Convention centers protest plan to raise fire inspection fees

Operators of the Strip’s largest convention centers are upset about the heftier fire inspection fees that Clark County has proposed, saying they could stifle their ability to lure much-needed events in dire economic times.

Conventions are on a long list of proposed fee increases for county fire inspections.

Fire Department officials say higher fees are needed to ensure they have enough staff to prevent long delays in approving site plans. But the area’s biggest convention players wrote a letter to the county that decried the proposed fees.

MGM Mirage, Sands Expo & Convention Center, and the Las Vegas Convention and Visitors Authority were among them.

"There is a concern this could give an advantage to our competitors," said Vince Alberta, convention authority spokesman. "Is there another solution? Can we find a way to make the Fire Department whole without increasing fees 10 times the amount of what’s being paid today?"

County commissioners are tentatively scheduled to review the fees on May 4.

Conventions are vetted for public safety. Inspectors ensure booths do not block doorways and aisles, flammable materials are kept away from heat and crowds are not too large to hinder escape during a fire.

The convention authority researched about 65 convention spots around the nation and learned that about half, including in Chicago, pay no fees to have floor plans reviewed by fire officials, Alberta said. Other cities such as Orlando, Fla., pay $75, the low end of the county’s current fee scale.

The Fire Department charges $75 to $225, depending on the convention size.

Under the proposal, the county would charge $338 for plans submitted at least nine days before the event; $676 if five to nine days prior; $1,014 for two to four days; and $1,352 for less than two days.

Also, organizers would pay a new fee of two-tenths of a cent per square foot.

Alberta said that fire officials have been receptive to concerns about convention fees and that the two parties are continuing to "have a dialogue."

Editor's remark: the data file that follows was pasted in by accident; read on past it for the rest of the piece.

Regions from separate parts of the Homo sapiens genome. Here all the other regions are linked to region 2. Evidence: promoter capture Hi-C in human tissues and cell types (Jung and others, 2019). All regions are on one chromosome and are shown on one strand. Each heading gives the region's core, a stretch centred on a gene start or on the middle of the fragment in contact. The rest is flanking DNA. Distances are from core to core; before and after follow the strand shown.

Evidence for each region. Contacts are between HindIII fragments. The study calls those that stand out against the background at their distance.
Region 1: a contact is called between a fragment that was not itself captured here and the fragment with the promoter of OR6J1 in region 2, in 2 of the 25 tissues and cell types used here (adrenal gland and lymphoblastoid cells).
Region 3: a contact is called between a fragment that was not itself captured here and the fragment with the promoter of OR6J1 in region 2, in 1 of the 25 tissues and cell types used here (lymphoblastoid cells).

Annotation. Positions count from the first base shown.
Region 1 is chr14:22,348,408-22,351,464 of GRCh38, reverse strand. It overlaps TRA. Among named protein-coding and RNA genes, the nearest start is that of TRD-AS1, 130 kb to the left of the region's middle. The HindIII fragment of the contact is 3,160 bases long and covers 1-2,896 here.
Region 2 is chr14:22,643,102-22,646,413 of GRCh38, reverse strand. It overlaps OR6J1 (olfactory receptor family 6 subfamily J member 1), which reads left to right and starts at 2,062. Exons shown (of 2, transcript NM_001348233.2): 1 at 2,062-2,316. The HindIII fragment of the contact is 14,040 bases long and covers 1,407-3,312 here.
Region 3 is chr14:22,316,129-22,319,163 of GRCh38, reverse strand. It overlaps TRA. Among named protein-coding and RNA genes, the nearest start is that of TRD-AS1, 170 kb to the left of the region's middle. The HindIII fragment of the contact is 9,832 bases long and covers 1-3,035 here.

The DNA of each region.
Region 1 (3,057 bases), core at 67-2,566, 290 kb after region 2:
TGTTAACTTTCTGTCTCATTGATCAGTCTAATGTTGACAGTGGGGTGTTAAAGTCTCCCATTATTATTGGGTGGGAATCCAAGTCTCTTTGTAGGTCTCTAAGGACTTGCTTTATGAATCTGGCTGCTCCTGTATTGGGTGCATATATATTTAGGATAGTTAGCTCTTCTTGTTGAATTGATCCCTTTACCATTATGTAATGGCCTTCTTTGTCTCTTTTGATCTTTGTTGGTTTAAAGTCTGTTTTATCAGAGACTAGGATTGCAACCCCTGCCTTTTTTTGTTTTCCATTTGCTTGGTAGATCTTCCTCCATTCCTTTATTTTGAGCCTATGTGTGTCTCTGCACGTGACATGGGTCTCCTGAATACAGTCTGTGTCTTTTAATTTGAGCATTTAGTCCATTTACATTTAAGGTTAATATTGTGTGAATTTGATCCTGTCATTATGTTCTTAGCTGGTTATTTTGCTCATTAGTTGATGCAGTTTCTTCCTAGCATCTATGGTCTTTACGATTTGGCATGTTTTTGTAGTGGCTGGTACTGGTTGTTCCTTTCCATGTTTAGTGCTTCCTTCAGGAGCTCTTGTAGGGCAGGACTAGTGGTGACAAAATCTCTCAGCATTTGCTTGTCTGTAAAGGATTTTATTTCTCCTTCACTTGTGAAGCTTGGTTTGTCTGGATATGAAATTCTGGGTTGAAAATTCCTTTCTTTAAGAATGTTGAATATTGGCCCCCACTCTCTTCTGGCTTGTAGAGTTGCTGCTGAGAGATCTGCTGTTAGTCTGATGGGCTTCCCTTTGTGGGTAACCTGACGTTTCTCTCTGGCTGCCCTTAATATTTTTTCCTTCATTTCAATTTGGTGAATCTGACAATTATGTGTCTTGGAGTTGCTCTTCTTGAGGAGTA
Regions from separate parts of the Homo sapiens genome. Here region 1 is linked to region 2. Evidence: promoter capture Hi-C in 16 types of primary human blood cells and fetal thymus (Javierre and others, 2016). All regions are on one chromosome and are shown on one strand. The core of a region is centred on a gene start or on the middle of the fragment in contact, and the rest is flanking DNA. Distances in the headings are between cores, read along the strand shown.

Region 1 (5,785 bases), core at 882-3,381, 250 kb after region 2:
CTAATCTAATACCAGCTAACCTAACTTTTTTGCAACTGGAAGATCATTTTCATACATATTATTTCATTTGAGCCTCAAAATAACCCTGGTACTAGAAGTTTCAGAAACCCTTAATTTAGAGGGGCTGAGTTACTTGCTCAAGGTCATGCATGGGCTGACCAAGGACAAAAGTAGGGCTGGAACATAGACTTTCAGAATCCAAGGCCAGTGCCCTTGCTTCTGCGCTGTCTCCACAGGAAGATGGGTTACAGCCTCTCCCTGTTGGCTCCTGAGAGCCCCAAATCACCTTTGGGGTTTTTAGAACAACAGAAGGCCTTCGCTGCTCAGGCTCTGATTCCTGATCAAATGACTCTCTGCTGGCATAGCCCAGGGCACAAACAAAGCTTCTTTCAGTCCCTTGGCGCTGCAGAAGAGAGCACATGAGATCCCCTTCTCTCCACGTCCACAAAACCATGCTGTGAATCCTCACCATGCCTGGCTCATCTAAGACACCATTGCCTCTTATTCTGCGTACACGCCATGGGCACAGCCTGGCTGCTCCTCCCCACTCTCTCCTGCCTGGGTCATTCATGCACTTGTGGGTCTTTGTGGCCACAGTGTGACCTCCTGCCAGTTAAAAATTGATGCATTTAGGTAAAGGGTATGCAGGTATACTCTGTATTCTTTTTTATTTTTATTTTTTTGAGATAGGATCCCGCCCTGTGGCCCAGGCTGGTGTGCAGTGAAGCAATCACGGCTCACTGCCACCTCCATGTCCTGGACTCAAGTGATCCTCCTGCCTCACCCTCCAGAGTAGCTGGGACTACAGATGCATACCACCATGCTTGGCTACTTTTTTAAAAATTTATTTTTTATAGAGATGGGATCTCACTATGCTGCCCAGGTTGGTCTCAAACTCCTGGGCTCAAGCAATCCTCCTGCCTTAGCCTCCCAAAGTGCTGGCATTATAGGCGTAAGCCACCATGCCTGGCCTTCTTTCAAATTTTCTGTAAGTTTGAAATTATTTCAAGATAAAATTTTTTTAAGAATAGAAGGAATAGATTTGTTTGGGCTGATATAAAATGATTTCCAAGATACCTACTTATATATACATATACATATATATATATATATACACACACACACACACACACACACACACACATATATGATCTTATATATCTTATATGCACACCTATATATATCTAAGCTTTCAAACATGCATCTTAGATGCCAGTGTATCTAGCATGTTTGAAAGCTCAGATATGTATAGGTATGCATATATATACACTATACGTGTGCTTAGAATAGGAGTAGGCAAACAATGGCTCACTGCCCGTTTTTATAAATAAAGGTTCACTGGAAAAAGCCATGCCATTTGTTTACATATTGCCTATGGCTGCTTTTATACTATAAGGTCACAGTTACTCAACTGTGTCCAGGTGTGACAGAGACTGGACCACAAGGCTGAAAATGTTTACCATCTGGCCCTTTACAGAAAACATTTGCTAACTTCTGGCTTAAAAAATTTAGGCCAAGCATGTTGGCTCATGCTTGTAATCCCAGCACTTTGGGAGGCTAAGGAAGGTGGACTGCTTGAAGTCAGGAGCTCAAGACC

Deputy Fire Chief Girard Page said the proposed fee increases are based on staffing needs.

Fire inspectors logged 19,000 hours of overtime last year and 17,000 hours in 2008, almost all of which was charged to the businesses, he said. A few years ago, the staff was so strained that businesses waited as long as six months to get their floor plans approved. Sometimes, no one was available, though the client offered to pay overtime, Page said.

Since then, construction has tapered off enough for the 47 inspectors and 12 plan checkers to handle duties, Page said. Most keep busy with other types of inspections, such as flammable chemical storage, which became backlogged last year because his teams focused heavily on the CityCenter project, he said.

When construction picks up again in a few years, he wants to have enough staff, he said. Customers do not want to wait eight to 14 weeks for plans to be checked, let alone six months.

They would rather pay a higher fee, Page said. "Our customers tell us, ‘You’re too slow. We can’t survive at this rate.’"

Not all contractors think the fee increases are fair. Fire alarm vendors, whose fees will jump to $608 for the first 25 devices installed from the current $75, were peeved. But none wanted to be quoted for this story.

One construction contractor agreed that forking out more money is better than keeping a client waiting.

"I’d rather pay that money upfront and provide for my client rather than worry that they (fire inspectors) don’t have the staff that they need," said Larry Monkarsh, co-owner of LM Construction Co. "Time is money."

Contact reporter Scott Wyland at or 702-455-4519.

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